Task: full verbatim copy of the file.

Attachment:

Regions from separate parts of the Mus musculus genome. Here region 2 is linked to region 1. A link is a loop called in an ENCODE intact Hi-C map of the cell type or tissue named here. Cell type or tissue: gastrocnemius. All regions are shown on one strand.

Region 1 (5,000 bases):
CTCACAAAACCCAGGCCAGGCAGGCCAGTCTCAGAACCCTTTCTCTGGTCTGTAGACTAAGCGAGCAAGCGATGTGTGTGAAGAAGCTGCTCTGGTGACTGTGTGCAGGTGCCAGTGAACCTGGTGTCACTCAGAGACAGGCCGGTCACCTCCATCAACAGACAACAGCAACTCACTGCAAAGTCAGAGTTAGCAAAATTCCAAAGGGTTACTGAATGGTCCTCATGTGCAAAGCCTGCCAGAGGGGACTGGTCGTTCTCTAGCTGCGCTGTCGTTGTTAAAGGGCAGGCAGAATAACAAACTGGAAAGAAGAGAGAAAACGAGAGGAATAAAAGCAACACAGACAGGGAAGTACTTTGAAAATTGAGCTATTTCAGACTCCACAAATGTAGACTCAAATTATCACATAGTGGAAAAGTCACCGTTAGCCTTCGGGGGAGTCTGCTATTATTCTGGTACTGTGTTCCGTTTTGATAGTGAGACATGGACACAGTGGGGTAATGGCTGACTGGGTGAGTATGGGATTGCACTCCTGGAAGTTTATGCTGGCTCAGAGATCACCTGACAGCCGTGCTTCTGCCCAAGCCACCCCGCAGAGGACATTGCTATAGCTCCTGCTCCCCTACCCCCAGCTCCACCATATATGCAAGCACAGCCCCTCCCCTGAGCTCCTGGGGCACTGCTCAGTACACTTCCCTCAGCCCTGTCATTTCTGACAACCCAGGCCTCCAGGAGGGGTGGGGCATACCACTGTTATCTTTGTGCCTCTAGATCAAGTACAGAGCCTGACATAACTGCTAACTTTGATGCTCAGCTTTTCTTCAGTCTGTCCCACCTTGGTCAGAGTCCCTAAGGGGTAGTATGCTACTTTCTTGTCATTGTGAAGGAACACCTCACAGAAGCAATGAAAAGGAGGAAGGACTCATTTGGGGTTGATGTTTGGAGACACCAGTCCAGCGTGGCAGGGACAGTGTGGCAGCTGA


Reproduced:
Regions from separate parts of the Mus musculus genome. Here region 2 is linked to region 1. A link is a loop called in an ENCODE intact Hi-C map of the cell type or tissue named here. Cell type or tissue: gastrocnemius. All regions are shown on one strand.

Region 1 (5,000 bases):
CTCACAAAACCCAGGCCAGGCAGGCCAGTCTCAGAACCCTTTCTCTGGTCTGTAGACTAAGCGAGCAAGCGATGTGTGTGAAGAAGCTGCTCTGGTGACTGTGTGCAGGTGCCAGTGAACCTGGTGTCACTCAGAGACAGGCCGGTCACCTCCATCAACAGACAACAGCAACTCACTGCAAAGTCAGAGTTAGCAAAATTCCAAAGGGTTACTGAATGGTCCTCATGTGCAAAGCCTGCCAGAGGGGACTGGTCGTTCTCTAGCTGCGCTGTCGTTGTTAAAGGGCAGGCAGAATAACAAACTGGAAAGAAGAGAGAAAACGAGAGGAATAAAAGCAACACAGACAGGGAAGTACTTTGAAAATTGAGCTATTTCAGACTCCACAAATGTAGACTCAAATTATCACATAGTGGAAAAGTCACCGTTAGCCTTCGGGGGAGTCTGCTATTATTCTGGTACTGTGTTCCGTTTTGATAGTGAGACATGGACACAGTGGGGTAATGGCTGACTGGGTGAGTATGGGATTGCACTCCTGGAAGTTTATGCTGGCTCAGAGATCACCTGACAGCCGTGCTTCTGCCCAAGCCACCCCGCAGAGGACATTGCTATAGCTCCTGCTCCCCTACCCCCAGCTCCACCATATATGCAAGCACAGCCCCTCCCCTGAGCTCCTGGGGCACTGCTCAGTACACTTCCCTCAGCCCTGTCATTTCTGACAACCCAGGCCTCCAGGAGGGGTGGGGCATACCACTGTTATCTTTGTGCCTCTAGATCAAGTACAGAGCCTGACATAACTGCTAACTTTGATGCTCAGCTTTTCTTCAGTCTGTCCCACCTTGGTCAGAGTCCCTAAGGGGTAGTATGCTACTTTCTTGTCATTGTGAAGGAACACCTCACAGAAGCAATGAAAAGGAGGAAGGACTCATTTGGGGTTGATGTTTGGAGACACCAGTCCAGCGTGGCAGGGACAGTGTGGCAGCTGA